We've all been there… You need a little extra money (whether for your next rent check or the Balenciaga mules you've been pining over all season—either way, no judgment) and in your closet, you see piles of stuff that you barely wear. Now, one question remains: Where do you sell your clothes online for cash?
A decade ago, your options were pretty much limited to eBay (and we've talked to dedicated resellers there who have made plenty of money on the platform), but today, there are numerous sites that specialize specifically in apparel and accessories, whether you have a wardrobe stocked with Céline and Chanel or one sourced almost entirely from Zara.
Read on to compare four leading resale sites that let you sell your clothes online.
Mass online resale site ThredUp is making its foray into the the designer category with the launch of ThredUp Luxe, which lets consignors send in bags of clothing, shoes, and handbags from high-end brands like Gucci and Isabel Marant and earn higher commissions than they would for the usual array of Gap, J.Crew, and H&M.
Until Labor Day, if you send in any qualifying items, you'll earn 100% of the selling price. After that, commissions will be set at 80%. Unlike the usual process, in which sellers send in a Clean Out bag full of pieces that the company reviews and either offers an upfront payout or, in the case of consignment, sets listing prices for, Luxe sellers will have the option to set their own prices and reclaim unsold items within 30 days for free.
If the pieces you're selling aren't on the list of Luxe brands, however, be cautious about sending them in: ThredUp is one of the riskiest sites to sell through because it prices your items after you've already sent them in and donates or resells what it doesn't accept. If you do want to have the items returned (say, if they aren't accepted or the offer price is way too low), you have to pay an additional fee of $10.99 upfront, plus a fee of $9.99 if you want the bag processed within one week, rather than the current estimate of 21 days. We've definitely heard mixed reviews of the process, so take a look through online forums to read about other sellers' experiences.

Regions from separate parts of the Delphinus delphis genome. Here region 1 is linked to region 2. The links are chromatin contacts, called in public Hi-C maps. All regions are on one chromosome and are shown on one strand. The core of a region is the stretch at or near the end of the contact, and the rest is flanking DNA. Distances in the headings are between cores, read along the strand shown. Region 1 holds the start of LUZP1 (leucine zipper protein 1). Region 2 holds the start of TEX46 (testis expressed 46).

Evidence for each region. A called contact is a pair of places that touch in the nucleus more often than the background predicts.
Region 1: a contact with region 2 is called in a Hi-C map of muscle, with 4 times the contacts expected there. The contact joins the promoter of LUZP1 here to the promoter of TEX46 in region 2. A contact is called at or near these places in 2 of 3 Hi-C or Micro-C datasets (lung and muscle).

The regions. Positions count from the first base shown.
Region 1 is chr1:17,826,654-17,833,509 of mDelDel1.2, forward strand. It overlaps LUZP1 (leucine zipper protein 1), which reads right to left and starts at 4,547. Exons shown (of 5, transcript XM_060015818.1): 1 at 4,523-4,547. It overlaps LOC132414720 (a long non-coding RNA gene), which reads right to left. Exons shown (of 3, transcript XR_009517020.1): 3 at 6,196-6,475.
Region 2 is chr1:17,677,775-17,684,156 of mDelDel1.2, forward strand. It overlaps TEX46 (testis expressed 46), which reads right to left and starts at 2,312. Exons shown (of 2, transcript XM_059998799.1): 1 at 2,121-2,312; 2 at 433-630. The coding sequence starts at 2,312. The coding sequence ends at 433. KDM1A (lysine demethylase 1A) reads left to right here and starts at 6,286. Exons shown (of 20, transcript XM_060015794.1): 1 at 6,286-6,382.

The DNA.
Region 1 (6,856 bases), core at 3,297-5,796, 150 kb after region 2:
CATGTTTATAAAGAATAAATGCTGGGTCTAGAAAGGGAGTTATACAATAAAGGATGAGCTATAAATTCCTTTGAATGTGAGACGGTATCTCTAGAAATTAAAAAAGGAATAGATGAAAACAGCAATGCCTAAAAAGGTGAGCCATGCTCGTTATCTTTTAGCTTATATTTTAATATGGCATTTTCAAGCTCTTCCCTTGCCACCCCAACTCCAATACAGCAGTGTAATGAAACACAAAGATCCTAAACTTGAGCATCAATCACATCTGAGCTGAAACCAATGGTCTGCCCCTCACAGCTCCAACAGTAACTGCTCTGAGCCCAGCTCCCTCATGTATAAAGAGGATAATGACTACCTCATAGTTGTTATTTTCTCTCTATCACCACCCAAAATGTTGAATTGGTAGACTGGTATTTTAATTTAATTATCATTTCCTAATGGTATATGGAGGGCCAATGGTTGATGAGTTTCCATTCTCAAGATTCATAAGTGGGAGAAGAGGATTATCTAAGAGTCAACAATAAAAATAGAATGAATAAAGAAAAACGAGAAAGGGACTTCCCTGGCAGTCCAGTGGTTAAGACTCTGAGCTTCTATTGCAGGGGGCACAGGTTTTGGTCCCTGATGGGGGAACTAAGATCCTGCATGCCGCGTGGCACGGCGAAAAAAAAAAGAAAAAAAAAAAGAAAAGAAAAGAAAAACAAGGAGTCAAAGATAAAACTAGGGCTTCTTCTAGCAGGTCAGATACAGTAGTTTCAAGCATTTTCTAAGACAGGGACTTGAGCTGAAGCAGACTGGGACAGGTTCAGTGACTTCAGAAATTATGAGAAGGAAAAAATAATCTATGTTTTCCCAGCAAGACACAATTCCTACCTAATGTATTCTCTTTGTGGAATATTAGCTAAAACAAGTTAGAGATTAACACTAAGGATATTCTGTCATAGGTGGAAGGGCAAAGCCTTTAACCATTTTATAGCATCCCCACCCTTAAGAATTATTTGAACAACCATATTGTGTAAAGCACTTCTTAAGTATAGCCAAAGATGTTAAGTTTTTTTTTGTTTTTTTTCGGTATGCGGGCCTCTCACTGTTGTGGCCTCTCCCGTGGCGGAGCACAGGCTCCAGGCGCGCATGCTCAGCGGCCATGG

With size comes traffic, which means that 80% of items sell in 30 days or less, according to the site. As for the commission, sellers take home 55% for items under $1500; 60% for those up to $9999; 70% for those over $10,000; and 80% for any Hermès Birkin bags (y'know, in case you have a spare one lying around). If you live in a qualifying area, a representative from the site will come to your house to pick up your items, and if not, you can print out a prepaid label to ship for free.
The site's bread and butter are high-end womenswear and accessories—Birkins, yes, as well as Tibi dresses and Marc Jacobs sunglasses (you can see the full list of accepted designers)—but you can also sell designer men's and children's clothes, fine art, and home goods.
Poshmark is an app-based social marketplace with an active community of buyers and sellers. On the one hand, this means it's a lot more hands-on than many of the other options, but on the other, those who master its particular quirks can be quite successful.
Opening a store is a fairly seamless experience (according to the site, 2.5 million sellers have registered on the platform), and once you do, you photograph, price, and list your items all from the app. Then, to actually make sales and promote your store to other users, you can share your listings to followers feeds or join a Poshmark "party" to get them in front of other users. There are no brand requirements, but buyers pay a $4.99 shipping fee, which can make selling cheaper items a little tricky. Offering discounts for "bundled" items together is one way to get around this.
Paris-based Vestiaire Collective is a juggernaut of designer resale, boasting 20,000 new items listed every single week.
The standard listing process is pretty straightforward: You photograph your items and fill in an online form about their condition, original price, and other details. The site vets the items to see which to list, although it says that 80% of the items deposited are accepted and 54% are sold within a week. Once your item sells, you send it into Vestiaire Collective to be authenticated (free for qualifying countries, including the U.S.), and VC takes care of packaging and shipping it to the recipient.
Commissions are broken down into eight levels based on the price of the item: for example, the site takes 25% for prices under $70, 33% for prices between $70 and $140, and 18% for anything above $4130. If you choose the Concierge service, the site will take the pieces off your hands as soon as they're accepted and will handle photos, descriptions, and sales—a lighter lift for you, but the site then takes 35% commission across the board.